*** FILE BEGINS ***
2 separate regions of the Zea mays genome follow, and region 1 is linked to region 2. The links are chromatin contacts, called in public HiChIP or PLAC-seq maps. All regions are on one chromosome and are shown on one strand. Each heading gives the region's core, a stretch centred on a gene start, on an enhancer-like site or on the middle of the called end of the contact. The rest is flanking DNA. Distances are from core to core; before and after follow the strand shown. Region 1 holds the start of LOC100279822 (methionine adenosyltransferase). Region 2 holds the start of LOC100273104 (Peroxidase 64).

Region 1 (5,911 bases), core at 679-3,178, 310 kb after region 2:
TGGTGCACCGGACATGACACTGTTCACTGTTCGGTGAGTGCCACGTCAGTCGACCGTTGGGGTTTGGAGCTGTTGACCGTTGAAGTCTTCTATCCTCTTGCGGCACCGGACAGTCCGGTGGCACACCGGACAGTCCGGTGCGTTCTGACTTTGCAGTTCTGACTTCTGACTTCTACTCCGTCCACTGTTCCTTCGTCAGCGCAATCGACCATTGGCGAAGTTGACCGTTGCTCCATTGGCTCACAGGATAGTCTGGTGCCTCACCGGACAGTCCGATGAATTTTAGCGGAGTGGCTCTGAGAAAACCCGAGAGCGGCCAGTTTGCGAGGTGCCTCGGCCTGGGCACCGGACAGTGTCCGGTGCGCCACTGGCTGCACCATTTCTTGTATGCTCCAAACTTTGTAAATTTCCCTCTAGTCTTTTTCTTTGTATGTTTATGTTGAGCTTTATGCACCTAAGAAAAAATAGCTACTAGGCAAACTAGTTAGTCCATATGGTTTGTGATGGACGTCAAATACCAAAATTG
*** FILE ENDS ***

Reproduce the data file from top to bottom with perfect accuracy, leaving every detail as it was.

2 separate regions of the Zea mays genome follow, and region 1 is linked to region 2. The links are chromatin contacts, called in public HiChIP or PLAC-seq maps. All regions are on one chromosome and are shown on one strand. Each heading gives the region's core, a stretch centred on a gene start, on an enhancer-like site or on the middle of the called end of the contact. The rest is flanking DNA. Distances are from core to core; before and after follow the strand shown. Region 1 holds the start of LOC100279822 (methionine adenosyltransferase). Region 2 holds the start of LOC100273104 (Peroxidase 64).

Region 1 (5,911 bases), core at 679-3,178, 310 kb after region 2:
TGGTGCACCGGACATGACACTGTTCACTGTTCGGTGAGTGCCACGTCAGTCGACCGTTGGGGTTTGGAGCTGTTGACCGTTGAAGTCTTCTATCCTCTTGCGGCACCGGACAGTCCGGTGGCACACCGGACAGTCCGGTGCGTTCTGACTTTGCAGTTCTGACTTCTGACTTCTACTCCGTCCACTGTTCCTTCGTCAGCGCAATCGACCATTGGCGAAGTTGACCGTTGCTCCATTGGCTCACAGGATAGTCTGGTGCCTCACCGGACAGTCCGATGAATTTTAGCGGAGTGGCTCTGAGAAAACCCGAGAGCGGCCAGTTTGCGAGGTGCCTCGGCCTGGGCACCGGACAGTGTCCGGTGCGCCACTGGCTGCACCATTTCTTGTATGCTCCAAACTTTGTAAATTTCCCTCTAGTCTTTTTCTTTGTATGTTTATGTTGAGCTTTATGCACCTAAGAAAAAATAGCTACTAGGCAAACTAGTTAGTCCATATGGTTTGTGATGGACGTCAAATACCAAAATTG